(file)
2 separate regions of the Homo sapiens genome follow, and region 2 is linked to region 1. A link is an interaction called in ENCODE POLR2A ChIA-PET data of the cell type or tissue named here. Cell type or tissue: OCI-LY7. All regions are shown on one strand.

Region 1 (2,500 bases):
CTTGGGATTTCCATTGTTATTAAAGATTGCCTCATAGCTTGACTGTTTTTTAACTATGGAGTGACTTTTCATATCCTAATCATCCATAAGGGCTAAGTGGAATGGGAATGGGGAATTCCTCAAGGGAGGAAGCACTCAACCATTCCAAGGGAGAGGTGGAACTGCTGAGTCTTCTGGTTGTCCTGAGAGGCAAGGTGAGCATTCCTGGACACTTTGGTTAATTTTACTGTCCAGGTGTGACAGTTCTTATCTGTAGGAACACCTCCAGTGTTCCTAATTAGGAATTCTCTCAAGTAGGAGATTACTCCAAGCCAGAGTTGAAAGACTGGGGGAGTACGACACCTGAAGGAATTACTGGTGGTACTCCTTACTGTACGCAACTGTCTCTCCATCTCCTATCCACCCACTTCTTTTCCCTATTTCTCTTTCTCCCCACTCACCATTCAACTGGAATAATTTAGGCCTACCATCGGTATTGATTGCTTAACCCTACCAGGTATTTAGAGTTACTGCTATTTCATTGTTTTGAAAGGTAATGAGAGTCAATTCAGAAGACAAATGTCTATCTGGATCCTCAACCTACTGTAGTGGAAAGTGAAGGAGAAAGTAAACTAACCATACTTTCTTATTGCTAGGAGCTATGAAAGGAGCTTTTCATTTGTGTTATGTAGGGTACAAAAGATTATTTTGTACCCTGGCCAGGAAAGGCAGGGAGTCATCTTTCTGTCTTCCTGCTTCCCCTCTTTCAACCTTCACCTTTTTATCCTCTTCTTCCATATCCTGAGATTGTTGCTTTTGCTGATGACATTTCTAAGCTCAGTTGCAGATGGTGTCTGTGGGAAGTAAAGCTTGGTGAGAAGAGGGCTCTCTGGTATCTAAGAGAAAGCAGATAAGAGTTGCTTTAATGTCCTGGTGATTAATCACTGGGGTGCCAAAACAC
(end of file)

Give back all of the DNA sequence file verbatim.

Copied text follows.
2 separate regions of the Homo sapiens genome follow, and region 2 is linked to region 1. A link is an interaction called in ENCODE POLR2A ChIA-PET data of the cell type or tissue named here. Cell type or tissue: OCI-LY7. All regions are shown on one strand.

Region 1 (2,500 bases):
CTTGGGATTTCCATTGTTATTAAAGATTGCCTCATAGCTTGACTGTTTTTTAACTATGGAGTGACTTTTCATATCCTAATCATCCATAAGGGCTAAGTGGAATGGGAATGGGGAATTCCTCAAGGGAGGAAGCACTCAACCATTCCAAGGGAGAGGTGGAACTGCTGAGTCTTCTGGTTGTCCTGAGAGGCAAGGTGAGCATTCCTGGACACTTTGGTTAATTTTACTGTCCAGGTGTGACAGTTCTTATCTGTAGGAACACCTCCAGTGTTCCTAATTAGGAATTCTCTCAAGTAGGAGATTACTCCAAGCCAGAGTTGAAAGACTGGGGGAGTACGACACCTGAAGGAATTACTGGTGGTACTCCTTACTGTACGCAACTGTCTCTCCATCTCCTATCCACCCACTTCTTTTCCCTATTTCTCTTTCTCCCCACTCACCATTCAACTGGAATAATTTAGGCCTACCATCGGTATTGATTGCTTAACCCTACCAGGTATTTAGAGTTACTGCTATTTCATTGTTTTGAAAGGTAATGAGAGTCAATTCAGAAGACAAATGTCTATCTGGATCCTCAACCTACTGTAGTGGAAAGTGAAGGAGAAAGTAAACTAACCATACTTTCTTATTGCTAGGAGCTATGAAAGGAGCTTTTCATTTGTGTTATGTAGGGTACAAAAGATTATTTTGTACCCTGGCCAGGAAAGGCAGGGAGTCATCTTTCTGTCTTCCTGCTTCCCCTCTTTCAACCTTCACCTTTTTATCCTCTTCTTCCATATCCTGAGATTGTTGCTTTTGCTGATGACATTTCTAAGCTCAGTTGCAGATGGTGTCTGTGGGAAGTAAAGCTTGGTGAGAAGAGGGCTCTCTGGTATCTAAGAGAAAGCAGATAAGAGTTGCTTTAATGTCCTGGTGATTAATCACTGGGGTGCCAAAACAC